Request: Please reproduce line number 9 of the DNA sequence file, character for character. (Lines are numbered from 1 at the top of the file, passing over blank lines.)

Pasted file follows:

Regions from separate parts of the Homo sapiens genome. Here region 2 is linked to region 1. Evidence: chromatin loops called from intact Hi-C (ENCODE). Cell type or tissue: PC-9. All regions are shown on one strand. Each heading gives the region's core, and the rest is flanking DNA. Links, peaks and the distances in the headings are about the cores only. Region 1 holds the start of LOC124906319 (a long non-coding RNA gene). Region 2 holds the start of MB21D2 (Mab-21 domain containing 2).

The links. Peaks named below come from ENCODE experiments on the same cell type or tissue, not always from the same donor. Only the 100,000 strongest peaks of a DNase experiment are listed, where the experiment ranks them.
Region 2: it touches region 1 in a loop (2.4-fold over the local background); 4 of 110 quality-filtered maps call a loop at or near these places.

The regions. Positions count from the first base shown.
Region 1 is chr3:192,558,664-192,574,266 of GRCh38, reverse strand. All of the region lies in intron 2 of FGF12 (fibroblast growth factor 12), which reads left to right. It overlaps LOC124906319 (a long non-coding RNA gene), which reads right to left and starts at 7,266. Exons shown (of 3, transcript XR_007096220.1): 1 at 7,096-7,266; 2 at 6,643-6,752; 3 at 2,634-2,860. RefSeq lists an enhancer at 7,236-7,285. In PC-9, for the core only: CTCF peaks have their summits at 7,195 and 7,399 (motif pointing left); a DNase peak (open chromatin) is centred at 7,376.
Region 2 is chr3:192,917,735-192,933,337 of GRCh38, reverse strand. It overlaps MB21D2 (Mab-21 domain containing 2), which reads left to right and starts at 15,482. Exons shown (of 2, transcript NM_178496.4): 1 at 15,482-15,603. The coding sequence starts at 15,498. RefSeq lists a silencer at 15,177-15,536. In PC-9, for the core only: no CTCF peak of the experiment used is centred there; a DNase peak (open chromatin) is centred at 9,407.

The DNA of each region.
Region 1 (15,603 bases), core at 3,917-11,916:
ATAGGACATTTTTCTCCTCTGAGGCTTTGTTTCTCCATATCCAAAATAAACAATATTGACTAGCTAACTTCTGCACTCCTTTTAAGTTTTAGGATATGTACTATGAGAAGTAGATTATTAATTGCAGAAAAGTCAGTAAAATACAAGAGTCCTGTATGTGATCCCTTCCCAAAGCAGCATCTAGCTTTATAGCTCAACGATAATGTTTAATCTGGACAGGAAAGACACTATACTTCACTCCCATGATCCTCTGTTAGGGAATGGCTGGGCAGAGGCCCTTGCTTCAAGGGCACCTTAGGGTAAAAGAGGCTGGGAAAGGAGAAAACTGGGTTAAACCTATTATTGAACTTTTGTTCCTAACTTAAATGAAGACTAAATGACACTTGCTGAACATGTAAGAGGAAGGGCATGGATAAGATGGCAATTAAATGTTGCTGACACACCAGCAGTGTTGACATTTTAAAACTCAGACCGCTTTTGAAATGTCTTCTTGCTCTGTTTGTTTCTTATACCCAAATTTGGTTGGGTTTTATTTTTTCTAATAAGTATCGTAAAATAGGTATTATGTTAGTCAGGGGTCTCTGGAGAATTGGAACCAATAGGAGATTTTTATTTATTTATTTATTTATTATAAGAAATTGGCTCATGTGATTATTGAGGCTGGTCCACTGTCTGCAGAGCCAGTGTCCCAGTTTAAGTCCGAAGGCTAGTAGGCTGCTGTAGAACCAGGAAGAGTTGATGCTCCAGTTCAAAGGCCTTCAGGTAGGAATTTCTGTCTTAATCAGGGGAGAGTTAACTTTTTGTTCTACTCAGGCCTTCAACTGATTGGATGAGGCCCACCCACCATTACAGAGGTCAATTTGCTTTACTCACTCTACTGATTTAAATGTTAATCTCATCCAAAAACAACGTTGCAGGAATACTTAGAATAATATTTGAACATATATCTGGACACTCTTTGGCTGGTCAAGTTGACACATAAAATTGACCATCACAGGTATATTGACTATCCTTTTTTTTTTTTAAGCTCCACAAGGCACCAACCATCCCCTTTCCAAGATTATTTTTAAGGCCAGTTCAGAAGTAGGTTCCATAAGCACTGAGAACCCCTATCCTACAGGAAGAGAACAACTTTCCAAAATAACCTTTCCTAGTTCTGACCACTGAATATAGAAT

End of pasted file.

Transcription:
ATAGGACATTTTTCTCCTCTGAGGCTTTGTTTCTCCATATCCAAAATAAACAATATTGACTAGCTAACTTCTGCACTCCTTTTAAGTTTTAGGATATGTACTATGAGAAGTAGATTATTAATTGCAGAAAAGTCAGTAAAATACAAGAGTCCTGTATGTGATCCCTTCCCAAAGCAGCATCTAGCTTTATAGCTCAACGATAATGTTTAATCTGGACAGGAAAGACACTATACTTCACTCCCATGATCCTCTGTTAGGGAATGGCTGGGCAGAGGCCCTTGCTTCAAGGGCACCTTAGGGTAAAAGAGGCTGGGAAAGGAGAAAACTGGGTTAAACCTATTATTGAACTTTTGTTCCTAACTTAAATGAAGACTAAATGACACTTGCTGAACATGTAAGAGGAAGGGCATGGATAAGATGGCAATTAAATGTTGCTGACACACCAGCAGTGTTGACATTTTAAAACTCAGACCGCTTTTGAAATGTCTTCTTGCTCTGTTTGTTTCTTATACCCAAATTTGGTTGGGTTTTATTTTTTCTAATAAGTATCGTAAAATAGGTATTATGTTAGTCAGGGGTCTCTGGAGAATTGGAACCAATAGGAGATTTTTATTTATTTATTTATTTATTATAAGAAATTGGCTCATGTGATTATTGAGGCTGGTCCACTGTCTGCAGAGCCAGTGTCCCAGTTTAAGTCCGAAGGCTAGTAGGCTGCTGTAGAACCAGGAAGAGTTGATGCTCCAGTTCAAAGGCCTTCAGGTAGGAATTTCTGTCTTAATCAGGGGAGAGTTAACTTTTTGTTCTACTCAGGCCTTCAACTGATTGGATGAGGCCCACCCACCATTACAGAGGTCAATTTGCTTTACTCACTCTACTGATTTAAATGTTAATCTCATCCAAAAACAACGTTGCAGGAATACTTAGAATAATATTTGAACATATATCTGGACACTCTTTGGCTGGTCAAGTTGACACATAAAATTGACCATCACAGGTATATTGACTATCCTTTTTTTTTTTTAAGCTCCACAAGGCACCAACCATCCCCTTTCCAAGATTATTTTTAAGGCCAGTTCAGAAGTAGGTTCCATAAGCACTGAGAACCCCTATCCTACAGGAAGAGAACAACTTTCCAAAATAACCTTTCCTAGTTCTGACCACTGAATATAGAAT